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Driving in Europe: things to watch out for

Driving in Europe: things to watch out for


There has been a pattern of crazy driving stories while in Europe, and there are more to come, so I thought I would discuss the differences between driving in Canada and in Europe.

My current posts are about Nafplio, but we are actually in France now, so I just wanted to add a quick update on our trip. Before we left Canada we had a plane ticket booked to Greece, and a house sit lined up in France, so we spent a few weeks in Greece experiencing the crazy driving Athens, and the Greek countryside had to offer. We took a flight from Athens to Rome for around $84 for the whole family, and then took the train from Rome to Genoa, Genoa to Nice, and on from Nice to our house sit in Carcassonne. The train travel offered a welcome escape from European driving. The couple who own the home and cats we are caring for were lovely individuals who treated us very well before they left for their trip, and even left us prepared dinners in the freezer! They also had a car available for us to use. A Brittish car. In France. Stick shift. Meaning right side driving on a right sided road with a left handed stick shift.

So without further delay, here are some of the things that really stand out to me when it comes to European driving.


We joined up with a local hiking group yesterday, and we were following the guide to the hiking location. The guide pulled his car over and one of the passengers driving with him got out to come and talk to us. The guide had forgotten his map and had to drive home to get it, but we were told not to follow. We were told the road was so narrow that even a small vehicle needed to fold its side mirrors in in order to fit!

A lot of European towns and cities, particularly in this area were built before cars, and so the houses can be quite close together, sometimes even leaning in towards each other so that only a sliver of sunlight is let through. There was one alley in a medieval town near Carcassonne that Nate couldn’t even walk through because his shoulders were too broad!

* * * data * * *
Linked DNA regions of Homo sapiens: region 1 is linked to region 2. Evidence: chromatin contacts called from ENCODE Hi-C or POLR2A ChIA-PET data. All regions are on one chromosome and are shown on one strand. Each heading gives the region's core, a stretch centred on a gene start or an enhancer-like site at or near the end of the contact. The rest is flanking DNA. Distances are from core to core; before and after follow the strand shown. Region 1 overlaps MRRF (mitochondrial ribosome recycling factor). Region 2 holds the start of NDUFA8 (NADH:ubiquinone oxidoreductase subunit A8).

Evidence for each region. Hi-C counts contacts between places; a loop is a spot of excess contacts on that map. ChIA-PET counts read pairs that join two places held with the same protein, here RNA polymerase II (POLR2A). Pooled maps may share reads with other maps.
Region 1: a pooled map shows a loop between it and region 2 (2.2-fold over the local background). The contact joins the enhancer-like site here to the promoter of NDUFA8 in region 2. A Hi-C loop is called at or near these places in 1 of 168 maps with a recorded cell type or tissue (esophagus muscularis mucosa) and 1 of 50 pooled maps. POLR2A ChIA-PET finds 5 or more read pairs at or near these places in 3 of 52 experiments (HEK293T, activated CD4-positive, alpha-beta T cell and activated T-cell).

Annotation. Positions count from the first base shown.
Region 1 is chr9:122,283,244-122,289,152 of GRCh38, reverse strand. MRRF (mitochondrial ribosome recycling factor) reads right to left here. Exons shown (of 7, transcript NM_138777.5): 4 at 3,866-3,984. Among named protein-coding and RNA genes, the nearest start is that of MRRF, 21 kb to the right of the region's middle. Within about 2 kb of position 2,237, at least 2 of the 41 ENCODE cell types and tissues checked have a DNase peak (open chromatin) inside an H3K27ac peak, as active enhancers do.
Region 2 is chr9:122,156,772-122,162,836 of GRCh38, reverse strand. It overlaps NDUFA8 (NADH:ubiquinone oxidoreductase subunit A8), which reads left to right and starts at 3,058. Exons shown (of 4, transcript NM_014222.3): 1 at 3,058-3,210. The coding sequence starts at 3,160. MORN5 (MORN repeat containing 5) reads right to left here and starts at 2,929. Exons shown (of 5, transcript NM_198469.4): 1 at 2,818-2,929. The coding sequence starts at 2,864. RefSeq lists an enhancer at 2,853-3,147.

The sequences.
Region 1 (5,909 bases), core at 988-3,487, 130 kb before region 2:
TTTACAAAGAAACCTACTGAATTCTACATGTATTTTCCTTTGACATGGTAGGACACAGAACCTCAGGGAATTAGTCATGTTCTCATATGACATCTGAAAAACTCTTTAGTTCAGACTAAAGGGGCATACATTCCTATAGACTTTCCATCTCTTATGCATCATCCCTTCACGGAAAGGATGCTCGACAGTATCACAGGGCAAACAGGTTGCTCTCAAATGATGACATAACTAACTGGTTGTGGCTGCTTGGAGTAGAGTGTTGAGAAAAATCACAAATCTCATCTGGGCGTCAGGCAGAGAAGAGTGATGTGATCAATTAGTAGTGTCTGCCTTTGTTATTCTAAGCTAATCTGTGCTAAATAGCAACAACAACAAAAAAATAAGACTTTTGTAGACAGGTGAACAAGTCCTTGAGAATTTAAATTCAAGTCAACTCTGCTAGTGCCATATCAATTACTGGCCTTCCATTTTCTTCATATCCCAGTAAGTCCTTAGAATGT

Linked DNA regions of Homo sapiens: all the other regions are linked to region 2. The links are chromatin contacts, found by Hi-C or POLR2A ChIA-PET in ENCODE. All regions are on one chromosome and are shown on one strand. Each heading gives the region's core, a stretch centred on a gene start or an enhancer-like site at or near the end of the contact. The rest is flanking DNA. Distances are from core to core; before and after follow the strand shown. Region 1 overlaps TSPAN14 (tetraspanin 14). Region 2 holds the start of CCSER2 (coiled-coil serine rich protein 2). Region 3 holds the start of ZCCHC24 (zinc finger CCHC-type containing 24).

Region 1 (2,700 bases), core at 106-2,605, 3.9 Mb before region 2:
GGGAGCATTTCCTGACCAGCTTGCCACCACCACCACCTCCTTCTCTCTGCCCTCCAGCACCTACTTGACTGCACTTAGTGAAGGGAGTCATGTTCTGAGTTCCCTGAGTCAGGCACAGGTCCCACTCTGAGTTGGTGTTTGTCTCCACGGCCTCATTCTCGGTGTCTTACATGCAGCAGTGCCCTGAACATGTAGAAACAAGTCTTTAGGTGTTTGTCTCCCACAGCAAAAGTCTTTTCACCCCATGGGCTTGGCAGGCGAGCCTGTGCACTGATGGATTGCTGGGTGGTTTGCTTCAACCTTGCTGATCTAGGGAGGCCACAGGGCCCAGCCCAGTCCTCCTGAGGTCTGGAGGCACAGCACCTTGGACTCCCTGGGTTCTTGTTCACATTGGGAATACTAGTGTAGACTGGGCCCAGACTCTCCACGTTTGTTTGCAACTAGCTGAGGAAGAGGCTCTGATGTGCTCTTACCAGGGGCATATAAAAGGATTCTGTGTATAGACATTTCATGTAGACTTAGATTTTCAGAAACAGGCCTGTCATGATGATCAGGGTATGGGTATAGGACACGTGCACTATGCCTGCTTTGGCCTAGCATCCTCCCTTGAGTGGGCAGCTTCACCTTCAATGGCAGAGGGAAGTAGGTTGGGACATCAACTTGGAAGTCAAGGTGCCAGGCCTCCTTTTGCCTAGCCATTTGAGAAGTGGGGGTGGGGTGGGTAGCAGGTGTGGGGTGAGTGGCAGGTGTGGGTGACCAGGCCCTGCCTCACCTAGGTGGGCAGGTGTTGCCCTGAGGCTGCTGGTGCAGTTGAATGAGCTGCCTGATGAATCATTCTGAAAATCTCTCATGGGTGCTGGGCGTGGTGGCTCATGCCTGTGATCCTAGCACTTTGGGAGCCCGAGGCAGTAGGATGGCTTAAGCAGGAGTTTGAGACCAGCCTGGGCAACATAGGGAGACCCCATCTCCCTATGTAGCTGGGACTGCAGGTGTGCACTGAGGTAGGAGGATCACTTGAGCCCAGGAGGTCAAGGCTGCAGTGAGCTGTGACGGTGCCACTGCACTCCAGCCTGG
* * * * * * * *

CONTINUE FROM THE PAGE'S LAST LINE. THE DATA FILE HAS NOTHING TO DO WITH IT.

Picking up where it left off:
The country roads are often only a single lane, but cars drive in both directions on them. The locals do not slow down, and Nate, who has been doing most of the driving, often just pulls over to let them pass, saying “Whoa Hilda!” to the old lady behind the wheel. Even when there is a double lane there is only just enough room for two vehicles, and steep ditches on either side.


Every time we have had to park the car in Carcassonne (except for the one time where there happened to be a double parking spot free) we have had to get Felix out before parking or we would be unable to open the door wide enough, and I have had to push the mirrors in and direct Nate into the spot. One time there was only a centimetre or two between us and the other car. It is not surprising that dents in side doors are a common feature on most vehicles.



I think it is a product of the terrain mostly, but in Greece there were some interesting corners, and in Carcassonne even more so. When you see a caution wiggly road sign in the countryside outside of Carcassonne, slow down! There will be some serious zigs and zags ahead, and there is likely to be a local zipping up the other side.



There’s a rule in France that is called “A la droite”. The road sign looks like a caution sign with an X through it, and it means that anyone coming from your right has right of way.

In Greece the locals drove like there was no speed limit, in France it is a little more tame then that, but it’s not like locals drive with caution. Nate slows down, and sometimes pulls right over to make way for other drivers, but we have yet to see a local do the same!


The Oranges Are Falling: the plight of the Greek farmer

The Oranges Are Falling: the plight of the Greek farmer

Taking the Back-Roads in Greece: beautiful and terrifying

Taking the Back-Roads in Greece: beautiful and terrifying